Scientists from China, Iran, Switzerland, and Brazil assessed data from randomized controlled trials using green coffee bean extract supplements, and found significant improvements in total cholesterol, HDL- and LDL-cholesterol, but no significant effects on triglyceride levels.
Larger reductions in total and LDL-cholesterol and larger increases in HDL-cholesterol were observed when doses equal or greater than 400 mg were used, they added.
“The effect of green coffee on lipid profile may be mediated by several possible mechanisms. GCBE contains a significant amount of chlorogenic acid, which has been shown to decrease total cholesterol levels in the serum/liver by inhibiting the intestinal absorption, transfer, and hepatic biosynthesis of lipids and cholesterol,” wrote the researchers in Nutrition, Metabolism and Cardiovascular Diseases.
The researchers identified 17 RCTs to include in their meta-analysis and found that, in addition to the dose effect, there was also an effect of gender (with the cholesterol changes being greater in women), and duration (studies that lasted between 8-11 weeks produced better results than shorter trials).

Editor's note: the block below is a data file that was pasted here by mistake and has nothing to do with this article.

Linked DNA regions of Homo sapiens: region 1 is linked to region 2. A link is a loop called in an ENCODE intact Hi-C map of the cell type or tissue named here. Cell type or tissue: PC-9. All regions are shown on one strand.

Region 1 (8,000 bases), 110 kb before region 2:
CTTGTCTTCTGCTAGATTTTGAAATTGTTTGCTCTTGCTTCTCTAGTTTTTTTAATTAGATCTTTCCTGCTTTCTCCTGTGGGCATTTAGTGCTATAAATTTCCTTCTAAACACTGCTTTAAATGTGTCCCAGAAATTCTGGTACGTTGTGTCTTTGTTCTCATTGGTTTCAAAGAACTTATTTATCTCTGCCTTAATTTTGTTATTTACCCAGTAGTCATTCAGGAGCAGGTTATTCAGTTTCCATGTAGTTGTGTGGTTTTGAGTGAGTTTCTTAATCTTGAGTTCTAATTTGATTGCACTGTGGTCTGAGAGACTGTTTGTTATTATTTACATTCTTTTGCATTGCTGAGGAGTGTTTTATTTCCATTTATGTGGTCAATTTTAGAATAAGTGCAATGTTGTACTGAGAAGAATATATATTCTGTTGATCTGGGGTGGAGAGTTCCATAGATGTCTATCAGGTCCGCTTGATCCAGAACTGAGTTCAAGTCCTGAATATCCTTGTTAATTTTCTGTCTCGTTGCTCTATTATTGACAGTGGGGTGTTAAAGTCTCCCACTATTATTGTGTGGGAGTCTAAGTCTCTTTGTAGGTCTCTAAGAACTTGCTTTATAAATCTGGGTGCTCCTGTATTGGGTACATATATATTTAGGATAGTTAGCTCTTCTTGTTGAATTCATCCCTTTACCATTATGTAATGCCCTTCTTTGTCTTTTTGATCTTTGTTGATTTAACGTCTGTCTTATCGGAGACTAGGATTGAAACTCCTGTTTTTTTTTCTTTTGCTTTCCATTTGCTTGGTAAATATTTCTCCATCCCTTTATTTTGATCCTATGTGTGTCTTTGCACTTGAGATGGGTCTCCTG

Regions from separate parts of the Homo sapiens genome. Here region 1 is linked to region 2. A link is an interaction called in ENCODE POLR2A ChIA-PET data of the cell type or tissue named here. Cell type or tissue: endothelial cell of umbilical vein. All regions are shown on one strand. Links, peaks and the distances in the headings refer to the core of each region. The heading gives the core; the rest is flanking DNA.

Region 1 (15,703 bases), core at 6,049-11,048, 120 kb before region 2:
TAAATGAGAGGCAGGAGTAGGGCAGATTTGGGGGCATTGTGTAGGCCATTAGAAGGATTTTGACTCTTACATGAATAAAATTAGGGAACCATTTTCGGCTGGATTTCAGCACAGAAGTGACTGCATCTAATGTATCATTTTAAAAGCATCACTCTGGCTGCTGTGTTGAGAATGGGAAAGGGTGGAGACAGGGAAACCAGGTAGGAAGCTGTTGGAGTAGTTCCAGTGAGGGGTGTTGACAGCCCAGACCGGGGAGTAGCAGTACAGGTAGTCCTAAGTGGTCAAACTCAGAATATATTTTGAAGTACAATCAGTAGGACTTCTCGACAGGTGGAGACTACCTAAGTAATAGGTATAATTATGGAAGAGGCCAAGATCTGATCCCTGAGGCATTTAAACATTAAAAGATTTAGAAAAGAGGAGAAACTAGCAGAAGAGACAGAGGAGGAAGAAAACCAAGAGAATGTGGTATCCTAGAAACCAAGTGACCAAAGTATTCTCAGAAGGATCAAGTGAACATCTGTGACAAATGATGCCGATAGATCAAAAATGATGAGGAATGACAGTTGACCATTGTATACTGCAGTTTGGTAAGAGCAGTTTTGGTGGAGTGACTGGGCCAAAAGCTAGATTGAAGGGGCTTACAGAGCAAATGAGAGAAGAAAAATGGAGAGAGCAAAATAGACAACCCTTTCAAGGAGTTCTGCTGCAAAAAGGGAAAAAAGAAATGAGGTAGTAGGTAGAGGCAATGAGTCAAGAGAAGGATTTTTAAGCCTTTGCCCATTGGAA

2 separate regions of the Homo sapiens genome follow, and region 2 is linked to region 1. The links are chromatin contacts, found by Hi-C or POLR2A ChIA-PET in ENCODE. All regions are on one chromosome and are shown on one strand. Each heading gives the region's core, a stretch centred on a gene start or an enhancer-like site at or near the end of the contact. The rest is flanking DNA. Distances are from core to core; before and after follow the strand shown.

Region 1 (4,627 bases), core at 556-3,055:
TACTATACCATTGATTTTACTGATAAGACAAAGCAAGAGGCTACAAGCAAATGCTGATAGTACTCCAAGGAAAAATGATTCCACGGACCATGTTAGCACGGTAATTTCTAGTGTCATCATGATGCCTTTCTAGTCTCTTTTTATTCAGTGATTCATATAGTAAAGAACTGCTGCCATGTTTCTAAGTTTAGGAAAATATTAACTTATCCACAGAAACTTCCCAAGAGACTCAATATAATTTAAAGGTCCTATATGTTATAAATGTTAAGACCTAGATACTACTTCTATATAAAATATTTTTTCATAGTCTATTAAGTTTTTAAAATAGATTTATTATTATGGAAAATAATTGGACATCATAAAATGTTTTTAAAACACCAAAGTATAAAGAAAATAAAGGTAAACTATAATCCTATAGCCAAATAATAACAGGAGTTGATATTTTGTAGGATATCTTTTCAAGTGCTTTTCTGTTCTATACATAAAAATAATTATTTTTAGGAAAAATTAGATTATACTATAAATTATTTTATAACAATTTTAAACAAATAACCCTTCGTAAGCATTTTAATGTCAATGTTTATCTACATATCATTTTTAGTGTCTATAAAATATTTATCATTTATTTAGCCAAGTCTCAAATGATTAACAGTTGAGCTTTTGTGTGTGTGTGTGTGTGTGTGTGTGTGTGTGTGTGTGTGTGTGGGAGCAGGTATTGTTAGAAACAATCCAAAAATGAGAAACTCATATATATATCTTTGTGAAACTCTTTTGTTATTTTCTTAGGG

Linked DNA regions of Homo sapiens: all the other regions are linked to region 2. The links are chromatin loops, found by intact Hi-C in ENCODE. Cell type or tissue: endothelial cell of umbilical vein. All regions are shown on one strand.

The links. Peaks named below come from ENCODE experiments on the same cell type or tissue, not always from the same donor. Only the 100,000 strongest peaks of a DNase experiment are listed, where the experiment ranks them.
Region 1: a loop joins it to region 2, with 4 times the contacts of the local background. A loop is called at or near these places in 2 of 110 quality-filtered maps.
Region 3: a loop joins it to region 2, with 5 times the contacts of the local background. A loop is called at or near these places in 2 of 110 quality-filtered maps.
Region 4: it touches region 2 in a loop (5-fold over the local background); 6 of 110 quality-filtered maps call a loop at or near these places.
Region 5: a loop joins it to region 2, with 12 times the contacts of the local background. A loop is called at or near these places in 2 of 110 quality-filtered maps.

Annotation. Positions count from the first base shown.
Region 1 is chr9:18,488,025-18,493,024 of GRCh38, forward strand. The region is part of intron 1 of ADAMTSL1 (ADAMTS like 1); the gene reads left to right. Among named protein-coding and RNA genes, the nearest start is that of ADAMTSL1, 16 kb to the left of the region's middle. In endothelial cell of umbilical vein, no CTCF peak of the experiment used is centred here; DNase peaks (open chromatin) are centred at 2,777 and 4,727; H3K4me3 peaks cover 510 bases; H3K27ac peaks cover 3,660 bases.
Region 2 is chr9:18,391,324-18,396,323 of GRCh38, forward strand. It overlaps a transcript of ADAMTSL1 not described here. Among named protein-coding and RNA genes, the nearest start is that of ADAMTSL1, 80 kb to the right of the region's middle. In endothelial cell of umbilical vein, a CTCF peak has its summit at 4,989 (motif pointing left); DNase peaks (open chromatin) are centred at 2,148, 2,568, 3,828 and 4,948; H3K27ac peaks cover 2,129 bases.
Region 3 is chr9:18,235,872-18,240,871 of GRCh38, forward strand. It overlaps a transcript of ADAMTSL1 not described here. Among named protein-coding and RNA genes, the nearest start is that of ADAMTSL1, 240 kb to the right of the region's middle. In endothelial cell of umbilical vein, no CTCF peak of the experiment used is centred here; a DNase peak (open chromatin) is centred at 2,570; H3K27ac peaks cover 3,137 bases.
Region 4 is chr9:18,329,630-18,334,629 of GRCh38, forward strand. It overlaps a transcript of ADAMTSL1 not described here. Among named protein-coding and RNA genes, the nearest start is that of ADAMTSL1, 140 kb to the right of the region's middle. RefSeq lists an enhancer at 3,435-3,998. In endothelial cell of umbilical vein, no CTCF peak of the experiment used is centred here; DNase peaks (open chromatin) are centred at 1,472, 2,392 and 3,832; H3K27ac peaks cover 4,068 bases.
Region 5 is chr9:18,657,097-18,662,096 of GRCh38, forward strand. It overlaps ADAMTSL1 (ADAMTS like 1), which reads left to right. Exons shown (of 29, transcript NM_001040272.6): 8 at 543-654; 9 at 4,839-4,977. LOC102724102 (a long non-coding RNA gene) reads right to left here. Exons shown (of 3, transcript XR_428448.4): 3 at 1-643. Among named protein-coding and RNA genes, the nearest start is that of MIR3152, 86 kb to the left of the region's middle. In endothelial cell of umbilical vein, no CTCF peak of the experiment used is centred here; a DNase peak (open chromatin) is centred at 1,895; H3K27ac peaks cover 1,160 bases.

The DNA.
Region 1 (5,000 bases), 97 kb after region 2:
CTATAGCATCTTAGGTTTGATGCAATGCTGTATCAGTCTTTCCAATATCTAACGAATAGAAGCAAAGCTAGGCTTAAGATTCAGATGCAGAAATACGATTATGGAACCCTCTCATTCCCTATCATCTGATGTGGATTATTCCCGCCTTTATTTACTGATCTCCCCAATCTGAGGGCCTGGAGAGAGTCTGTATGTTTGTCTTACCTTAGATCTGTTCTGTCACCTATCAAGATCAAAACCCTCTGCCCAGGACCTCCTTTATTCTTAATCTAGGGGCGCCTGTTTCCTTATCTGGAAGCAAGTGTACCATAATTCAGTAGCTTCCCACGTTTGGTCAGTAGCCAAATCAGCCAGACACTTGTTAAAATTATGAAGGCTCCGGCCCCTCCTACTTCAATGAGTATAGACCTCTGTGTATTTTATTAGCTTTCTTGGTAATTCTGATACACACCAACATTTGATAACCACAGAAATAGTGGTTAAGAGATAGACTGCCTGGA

Overall, the meta-analysis found that green coffee bean extract (GCBE) produced average reductions of total and LDL-cholesterol of 4.51 mg/dL and 4.38 mg/dL, respectively, compared to controls, while HDL increased by an average of 2.63 mg/dL.
“Taken together, these findings suggest that GCBE supplementation exerts some beneficial effects on lipid profile, however, these effects appear to be dependent on participants’ characteristics and features of the supplementation,” wrote the researchers.
Source: Nutrition, Metabolism and Cardiovascular Diseases
Published online ahead of print, doi: 10.1016/j.numecd.2019.10.002
“The effects of green coffee been extract supplementation on lipid profile in humans: A systematic review and meta-analysis of randomized controlled trials”
Authors: F. Ding et al.